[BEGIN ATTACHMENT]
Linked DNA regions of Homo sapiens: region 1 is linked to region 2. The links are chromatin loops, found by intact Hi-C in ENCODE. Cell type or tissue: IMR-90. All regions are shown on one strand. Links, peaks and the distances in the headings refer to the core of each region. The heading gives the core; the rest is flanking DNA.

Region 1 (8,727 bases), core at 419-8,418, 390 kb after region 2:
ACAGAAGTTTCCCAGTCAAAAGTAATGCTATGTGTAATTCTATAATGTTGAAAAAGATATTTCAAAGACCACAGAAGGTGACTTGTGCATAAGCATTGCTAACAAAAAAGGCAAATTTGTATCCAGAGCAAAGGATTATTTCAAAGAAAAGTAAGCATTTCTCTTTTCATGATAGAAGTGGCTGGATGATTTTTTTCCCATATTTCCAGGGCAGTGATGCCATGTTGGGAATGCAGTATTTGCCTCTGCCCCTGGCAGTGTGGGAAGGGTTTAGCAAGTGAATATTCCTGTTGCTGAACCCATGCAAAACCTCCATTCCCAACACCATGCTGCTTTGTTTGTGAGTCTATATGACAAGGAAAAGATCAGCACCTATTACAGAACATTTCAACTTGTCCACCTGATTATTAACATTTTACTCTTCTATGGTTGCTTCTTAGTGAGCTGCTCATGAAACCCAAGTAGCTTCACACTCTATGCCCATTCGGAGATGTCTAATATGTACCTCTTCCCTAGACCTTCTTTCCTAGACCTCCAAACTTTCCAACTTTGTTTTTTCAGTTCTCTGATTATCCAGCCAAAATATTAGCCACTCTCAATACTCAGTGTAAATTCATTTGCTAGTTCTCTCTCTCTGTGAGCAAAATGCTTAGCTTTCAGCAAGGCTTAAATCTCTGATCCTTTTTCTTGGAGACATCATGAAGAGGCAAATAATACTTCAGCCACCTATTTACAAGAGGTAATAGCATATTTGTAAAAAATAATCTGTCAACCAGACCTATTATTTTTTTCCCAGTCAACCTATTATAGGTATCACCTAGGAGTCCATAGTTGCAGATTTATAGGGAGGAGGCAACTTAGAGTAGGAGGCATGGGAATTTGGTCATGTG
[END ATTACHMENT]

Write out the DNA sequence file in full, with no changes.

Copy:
Linked DNA regions of Homo sapiens: region 1 is linked to region 2. The links are chromatin loops, found by intact Hi-C in ENCODE. Cell type or tissue: IMR-90. All regions are shown on one strand. Links, peaks and the distances in the headings refer to the core of each region. The heading gives the core; the rest is flanking DNA.

Region 1 (8,727 bases), core at 419-8,418, 390 kb after region 2:
ACAGAAGTTTCCCAGTCAAAAGTAATGCTATGTGTAATTCTATAATGTTGAAAAAGATATTTCAAAGACCACAGAAGGTGACTTGTGCATAAGCATTGCTAACAAAAAAGGCAAATTTGTATCCAGAGCAAAGGATTATTTCAAAGAAAAGTAAGCATTTCTCTTTTCATGATAGAAGTGGCTGGATGATTTTTTTCCCATATTTCCAGGGCAGTGATGCCATGTTGGGAATGCAGTATTTGCCTCTGCCCCTGGCAGTGTGGGAAGGGTTTAGCAAGTGAATATTCCTGTTGCTGAACCCATGCAAAACCTCCATTCCCAACACCATGCTGCTTTGTTTGTGAGTCTATATGACAAGGAAAAGATCAGCACCTATTACAGAACATTTCAACTTGTCCACCTGATTATTAACATTTTACTCTTCTATGGTTGCTTCTTAGTGAGCTGCTCATGAAACCCAAGTAGCTTCACACTCTATGCCCATTCGGAGATGTCTAATATGTACCTCTTCCCTAGACCTTCTTTCCTAGACCTCCAAACTTTCCAACTTTGTTTTTTCAGTTCTCTGATTATCCAGCCAAAATATTAGCCACTCTCAATACTCAGTGTAAATTCATTTGCTAGTTCTCTCTCTCTGTGAGCAAAATGCTTAGCTTTCAGCAAGGCTTAAATCTCTGATCCTTTTTCTTGGAGACATCATGAAGAGGCAAATAATACTTCAGCCACCTATTTACAAGAGGTAATAGCATATTTGTAAAAAATAATCTGTCAACCAGACCTATTATTTTTTTCCCAGTCAACCTATTATAGGTATCACCTAGGAGTCCATAGTTGCAGATTTATAGGGAGGAGGCAACTTAGAGTAGGAGGCATGGGAATTTGGTCATGTG